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There are many such examples, depending upon what you mean by "triangulation". If a triangulation is just a glueing of tetrahedra along faces, then the simplest one is probably the following: the 3-sphere has a triangulation with 1 tetrahedron, and a triangulation with 2 tetrahedra (it is a nice excercise to find them). However, you cannot apply any $4 \to 1$ or $3 \to 2$ move to a triangulation having only 2 tetrahedra.

If by "triangulation" you mean a "simplicial triangulation", then it suffices to construct a triangulation of the 3-sphere such that every edge meets at least 4 distinct tetrahedra. In this case, no $4 \to 1$ and no $3 \to 2$ moves can apply.

For instance, you can take a triangulation of the 2-sphere such that every vertex is incident to at least 4 triangles (as an example, the octahedron). By doing a suspension of this triangulation you get a triangulation of the 3-sphere such that every edge is incident to at least 4 tetrahedra.

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    $\begingroup$ Martelli would know better than me but my impression is that there are "many" of these local minima where one has to do long chains of simplex-increasing Pachner moves before one can descend to a global minimum (number of top-dimensional simplices). In dimension $n \geq 4$ Nabutovsky has shown the number of these "deep" local minima grows exponentially the further you get from a minimial triangulation (in the Pachner graph of a manifold). $\endgroup$ – Ryan Budney Aug 31 '10 at 18:32
  • $\begingroup$ By "Triangulation" I did mean the former, i.e. a glueing of tetrahedra along faces. $\endgroup$ – Mark Bell Aug 31 '10 at 19:28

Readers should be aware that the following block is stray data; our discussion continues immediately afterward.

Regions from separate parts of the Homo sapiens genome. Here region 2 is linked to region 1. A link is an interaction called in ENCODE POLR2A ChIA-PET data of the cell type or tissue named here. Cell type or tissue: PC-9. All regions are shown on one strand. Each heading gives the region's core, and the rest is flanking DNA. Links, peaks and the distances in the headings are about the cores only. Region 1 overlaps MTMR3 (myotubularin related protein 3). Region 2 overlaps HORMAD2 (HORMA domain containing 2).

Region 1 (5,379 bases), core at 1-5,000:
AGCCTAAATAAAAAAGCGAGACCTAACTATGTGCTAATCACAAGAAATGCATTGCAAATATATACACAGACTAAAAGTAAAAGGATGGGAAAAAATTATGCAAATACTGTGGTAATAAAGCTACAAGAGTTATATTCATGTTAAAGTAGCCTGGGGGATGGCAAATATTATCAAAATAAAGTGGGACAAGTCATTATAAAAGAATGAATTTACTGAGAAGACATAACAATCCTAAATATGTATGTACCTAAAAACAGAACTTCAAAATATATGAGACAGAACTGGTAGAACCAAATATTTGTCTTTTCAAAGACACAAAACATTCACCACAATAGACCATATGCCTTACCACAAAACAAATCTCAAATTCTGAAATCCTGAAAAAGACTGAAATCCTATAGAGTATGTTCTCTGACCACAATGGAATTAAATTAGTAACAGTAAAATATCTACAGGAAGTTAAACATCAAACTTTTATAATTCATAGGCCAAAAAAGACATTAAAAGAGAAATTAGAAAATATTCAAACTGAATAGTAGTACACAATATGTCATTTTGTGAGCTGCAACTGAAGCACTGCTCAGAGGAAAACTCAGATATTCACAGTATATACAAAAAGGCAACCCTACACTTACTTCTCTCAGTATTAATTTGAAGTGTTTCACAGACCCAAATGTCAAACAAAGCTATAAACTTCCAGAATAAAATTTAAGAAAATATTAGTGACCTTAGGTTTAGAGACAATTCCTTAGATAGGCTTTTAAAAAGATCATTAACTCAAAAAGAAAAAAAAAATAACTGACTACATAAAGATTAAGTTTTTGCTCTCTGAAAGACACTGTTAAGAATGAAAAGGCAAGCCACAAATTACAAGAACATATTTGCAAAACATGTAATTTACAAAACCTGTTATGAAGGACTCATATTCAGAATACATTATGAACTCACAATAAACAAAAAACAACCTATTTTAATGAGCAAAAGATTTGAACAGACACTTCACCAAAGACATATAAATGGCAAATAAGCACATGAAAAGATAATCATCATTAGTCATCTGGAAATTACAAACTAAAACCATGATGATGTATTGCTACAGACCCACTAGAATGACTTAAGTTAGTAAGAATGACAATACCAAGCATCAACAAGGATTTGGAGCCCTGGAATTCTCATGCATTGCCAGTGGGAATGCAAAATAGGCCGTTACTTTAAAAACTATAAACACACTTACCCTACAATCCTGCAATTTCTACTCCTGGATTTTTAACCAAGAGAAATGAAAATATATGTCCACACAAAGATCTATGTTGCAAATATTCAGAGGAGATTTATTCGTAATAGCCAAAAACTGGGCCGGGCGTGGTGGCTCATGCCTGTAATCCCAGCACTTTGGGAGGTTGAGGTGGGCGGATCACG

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If I were to bet on the question, I would expect that expanding and contracting moves would be needed. My guess to construct an example would be to take an unknot that required a type II move that increased the number of crossings, and follow that simplification. To get a 3-mfd from such an example, try a Dehn filling of the knot (or better just work with the manifold with boundary). I think that it is not too hard to write down a triangulation from the diagram (several CW complexes and handle decompositions are apparent). Examine what the Reidemeister moves do to the triangulation, and decompose each in terms of Pachner moves.

For example the number of 2-handles differs on the two sides of a type II move.

I certainly haven't worked out the details, but it should now be a good exercise in handle/cell/triangulation moves.

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Here is a concrete example of an ideal triangulation of a trefoil knot with isomorphism signature `dLQabccbrwn'. The gluing pattern is: Gluing pattern for dLQabccbrwn

One can check that it has 1-ideal vertex and no degree 3 edges so it is locally minimal. To recognize the manifold, one can truncate the ideal vertices in Regina and see that it is the trefoil complement (or rather SFS [D: (2,1) (3,-2)]).